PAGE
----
• Do you respect and value each other’s beliefs and values?
  • Do you remember details about each other?
  • Do you enjoy nurturing your relationship on a consistent basis?

It’s essential for your partner to be just as invested in the relationship as you are for it to survive. This is especially the case for long-distance relationships.

By Vera Arsic. CC0 Creative Commons

By Vera Arsic. CC0 Creative Commons

6. You’re Comfortable Being Bored Together

Of course, you would want to go on wild adventures and long romantic dates whenever you see each other in person. After so long without being able to enjoy each other’s physical presence, it’s understandable to want to do as many exciting things together as possible before you have to separate again.

While this is wonderful, it’s not the best nor the most realistic for building a healthy long-term relationship. Remember that when you’re reunited permanently, your relationship won’t be this grand fun adventure all the time, so you need to be comfortable doing the mundane everyday things together as well.

By CC0 Creative Commons

By CC0 Creative Commons

7. You Go Beyond Just Texting

Texting is an efficient and convenient way to communicate, but it shouldn’t be your only form of communication between you and your partner. The closer you can get to recreating the feeling of being physically together, the better. So video is the best form of communication for long-distance partners, followed by audio, with texting coming in last. A few “I love you” texts throughout the day is great, but nothing can replace looking into your partner’s eyes and hearing their voice.

So if you and your partner are comfortable with committing to make time for regular Skype sessions where you can hang out, have dinner together, or even take a walk outside while connected, then there’s a good chance you will both thrive in a long-distance relationship.

By bruce mars. CC0 Creative Commons

By bruce mars. CC0 Creative Commons

© 2018 KV Lo


Lucy from Leeds, UK on April 12, 2020:

Great article - LDRs are definitely not for everyone, but can work for certain people with a specific mentality. If I were to add one point to your list, it'd be the following: neither member of the relationship can be prone to impulsivity or possess a deep desire to connect with many different people romantically. This archetype of person (myself probably included!) is never going to be satisfied or content in a LDR past the initial period of novelty.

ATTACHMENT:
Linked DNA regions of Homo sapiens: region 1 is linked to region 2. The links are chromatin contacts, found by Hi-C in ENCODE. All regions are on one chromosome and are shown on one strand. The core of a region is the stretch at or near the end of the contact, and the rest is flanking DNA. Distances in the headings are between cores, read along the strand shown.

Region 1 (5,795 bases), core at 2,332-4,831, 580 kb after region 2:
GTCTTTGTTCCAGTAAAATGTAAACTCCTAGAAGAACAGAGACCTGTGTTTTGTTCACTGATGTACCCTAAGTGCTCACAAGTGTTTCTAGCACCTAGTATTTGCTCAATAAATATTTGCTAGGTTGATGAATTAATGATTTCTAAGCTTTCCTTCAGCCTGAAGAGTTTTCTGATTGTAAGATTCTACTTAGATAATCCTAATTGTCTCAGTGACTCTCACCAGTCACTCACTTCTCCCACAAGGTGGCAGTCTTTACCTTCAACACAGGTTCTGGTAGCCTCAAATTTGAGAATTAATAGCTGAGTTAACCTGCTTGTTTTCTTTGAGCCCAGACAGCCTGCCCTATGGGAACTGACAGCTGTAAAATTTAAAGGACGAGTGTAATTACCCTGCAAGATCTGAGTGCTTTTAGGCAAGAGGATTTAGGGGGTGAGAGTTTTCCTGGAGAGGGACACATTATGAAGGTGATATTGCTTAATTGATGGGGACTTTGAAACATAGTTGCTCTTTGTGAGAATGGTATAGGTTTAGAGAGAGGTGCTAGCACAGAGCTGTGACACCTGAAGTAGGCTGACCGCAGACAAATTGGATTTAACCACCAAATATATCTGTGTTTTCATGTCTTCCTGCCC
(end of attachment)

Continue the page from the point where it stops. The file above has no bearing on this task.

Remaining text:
Agreeing with your comment below, I believe that LDRs only work and are only healthy if a). there is a clear end date in place or b). the couple are certain that they are both working towards and desiring being in the same place ASAP.

Having said that, there are benefits to a LDR in this day and age. Since evolution has allowed us humans to go gone far beyond mere survival i.e. feeding, reproduction (a topic I could ramble on about all day as a neuroscientist), perhaps there ARE benefits to having the comfort of 'knowing' you're in a relationship but being able to fully immerse yourself in your work and social sphere.

However, the issue is there is also often typically a disparity between how each person experiences the relationship. One person is bound to pine more and spend more time wrapped up in their head consumed by thoughts of the other person, while the other is less attached and able to embrace their local environment...

KV Lo (author) on August 09, 2018:

@dashingscorpio: A LDR is definitely hard to sustain when a couple doesn't have a plan for when they'll move back together permanently. Thanks for the input! :)

dashingscorpio from Chicago on July 30, 2018:

In my opinion the #1 sign is there's a plan for one of you to relocate!

Long distance relationships were meant to be temporary! The goal is to be with the person you love. When there is no "light at the end of the tunnel" whereby someone will be relocating it's usually a matter of time before the couple eventually drifts apart.

It's the counting down of the months, weeks, and days until one is finally done with the inconvenience of being in a long distance relationship that keeps it strong!

The only real reason to enter into a LDR is the belief he/she is "the one". If you're only dating someone for the "fun" of it you might as well do that locally. One man's opinion! :)

Related Articles